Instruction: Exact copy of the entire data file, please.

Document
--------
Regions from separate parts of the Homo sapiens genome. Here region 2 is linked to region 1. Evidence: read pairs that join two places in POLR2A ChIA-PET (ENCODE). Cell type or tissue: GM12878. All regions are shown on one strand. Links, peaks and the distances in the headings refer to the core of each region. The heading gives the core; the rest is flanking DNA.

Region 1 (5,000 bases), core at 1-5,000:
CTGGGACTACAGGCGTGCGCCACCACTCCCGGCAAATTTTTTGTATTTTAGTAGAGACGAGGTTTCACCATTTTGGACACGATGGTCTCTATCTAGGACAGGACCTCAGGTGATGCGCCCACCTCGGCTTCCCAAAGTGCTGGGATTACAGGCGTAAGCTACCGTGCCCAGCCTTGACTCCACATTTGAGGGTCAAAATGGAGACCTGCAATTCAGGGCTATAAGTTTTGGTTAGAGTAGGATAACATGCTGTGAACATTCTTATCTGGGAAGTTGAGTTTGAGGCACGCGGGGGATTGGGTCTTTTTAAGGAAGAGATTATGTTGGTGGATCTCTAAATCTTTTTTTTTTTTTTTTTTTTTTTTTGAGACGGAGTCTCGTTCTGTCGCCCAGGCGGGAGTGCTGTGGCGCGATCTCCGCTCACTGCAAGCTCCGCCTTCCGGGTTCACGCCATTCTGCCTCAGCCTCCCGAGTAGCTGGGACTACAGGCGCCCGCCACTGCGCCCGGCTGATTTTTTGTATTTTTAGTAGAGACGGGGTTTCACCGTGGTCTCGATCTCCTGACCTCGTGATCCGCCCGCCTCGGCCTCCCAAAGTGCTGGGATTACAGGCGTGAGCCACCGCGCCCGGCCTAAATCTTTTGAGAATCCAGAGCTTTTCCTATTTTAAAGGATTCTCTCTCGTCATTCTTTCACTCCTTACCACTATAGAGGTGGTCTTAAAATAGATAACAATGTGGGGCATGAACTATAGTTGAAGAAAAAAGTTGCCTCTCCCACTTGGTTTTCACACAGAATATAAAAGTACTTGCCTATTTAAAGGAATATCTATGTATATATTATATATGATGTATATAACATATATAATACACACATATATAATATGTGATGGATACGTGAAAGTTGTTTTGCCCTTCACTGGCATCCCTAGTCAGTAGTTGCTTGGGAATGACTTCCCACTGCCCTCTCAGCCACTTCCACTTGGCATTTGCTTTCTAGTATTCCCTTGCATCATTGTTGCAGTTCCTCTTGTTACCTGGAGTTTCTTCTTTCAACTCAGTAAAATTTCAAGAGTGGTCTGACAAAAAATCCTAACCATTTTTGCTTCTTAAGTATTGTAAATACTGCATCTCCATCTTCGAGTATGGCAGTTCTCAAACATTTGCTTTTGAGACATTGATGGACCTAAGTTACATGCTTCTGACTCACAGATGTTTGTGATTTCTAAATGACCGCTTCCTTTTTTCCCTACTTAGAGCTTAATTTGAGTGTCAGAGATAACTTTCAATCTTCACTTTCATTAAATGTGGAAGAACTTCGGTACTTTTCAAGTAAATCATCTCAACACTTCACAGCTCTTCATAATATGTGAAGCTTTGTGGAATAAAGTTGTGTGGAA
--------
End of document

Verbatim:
Regions from separate parts of the Homo sapiens genome. Here region 2 is linked to region 1. Evidence: read pairs that join two places in POLR2A ChIA-PET (ENCODE). Cell type or tissue: GM12878. All regions are shown on one strand. Links, peaks and the distances in the headings refer to the core of each region. The heading gives the core; the rest is flanking DNA.

Region 1 (5,000 bases), core at 1-5,000:
CTGGGACTACAGGCGTGCGCCACCACTCCCGGCAAATTTTTTGTATTTTAGTAGAGACGAGGTTTCACCATTTTGGACACGATGGTCTCTATCTAGGACAGGACCTCAGGTGATGCGCCCACCTCGGCTTCCCAAAGTGCTGGGATTACAGGCGTAAGCTACCGTGCCCAGCCTTGACTCCACATTTGAGGGTCAAAATGGAGACCTGCAATTCAGGGCTATAAGTTTTGGTTAGAGTAGGATAACATGCTGTGAACATTCTTATCTGGGAAGTTGAGTTTGAGGCACGCGGGGGATTGGGTCTTTTTAAGGAAGAGATTATGTTGGTGGATCTCTAAATCTTTTTTTTTTTTTTTTTTTTTTTTTGAGACGGAGTCTCGTTCTGTCGCCCAGGCGGGAGTGCTGTGGCGCGATCTCCGCTCACTGCAAGCTCCGCCTTCCGGGTTCACGCCATTCTGCCTCAGCCTCCCGAGTAGCTGGGACTACAGGCGCCCGCCACTGCGCCCGGCTGATTTTTTGTATTTTTAGTAGAGACGGGGTTTCACCGTGGTCTCGATCTCCTGACCTCGTGATCCGCCCGCCTCGGCCTCCCAAAGTGCTGGGATTACAGGCGTGAGCCACCGCGCCCGGCCTAAATCTTTTGAGAATCCAGAGCTTTTCCTATTTTAAAGGATTCTCTCTCGTCATTCTTTCACTCCTTACCACTATAGAGGTGGTCTTAAAATAGATAACAATGTGGGGCATGAACTATAGTTGAAGAAAAAAGTTGCCTCTCCCACTTGGTTTTCACACAGAATATAAAAGTACTTGCCTATTTAAAGGAATATCTATGTATATATTATATATGATGTATATAACATATATAATACACACATATATAATATGTGATGGATACGTGAAAGTTGTTTTGCCCTTCACTGGCATCCCTAGTCAGTAGTTGCTTGGGAATGACTTCCCACTGCCCTCTCAGCCACTTCCACTTGGCATTTGCTTTCTAGTATTCCCTTGCATCATTGTTGCAGTTCCTCTTGTTACCTGGAGTTTCTTCTTTCAACTCAGTAAAATTTCAAGAGTGGTCTGACAAAAAATCCTAACCATTTTTGCTTCTTAAGTATTGTAAATACTGCATCTCCATCTTCGAGTATGGCAGTTCTCAAACATTTGCTTTTGAGACATTGATGGACCTAAGTTACATGCTTCTGACTCACAGATGTTTGTGATTTCTAAATGACCGCTTCCTTTTTTCCCTACTTAGAGCTTAATTTGAGTGTCAGAGATAACTTTCAATCTTCACTTTCATTAAATGTGGAAGAACTTCGGTACTTTTCAAGTAAATCATCTCAACACTTCACAGCTCTTCATAATATGTGAAGCTTTGTGGAATAAAGTTGTGTGGAA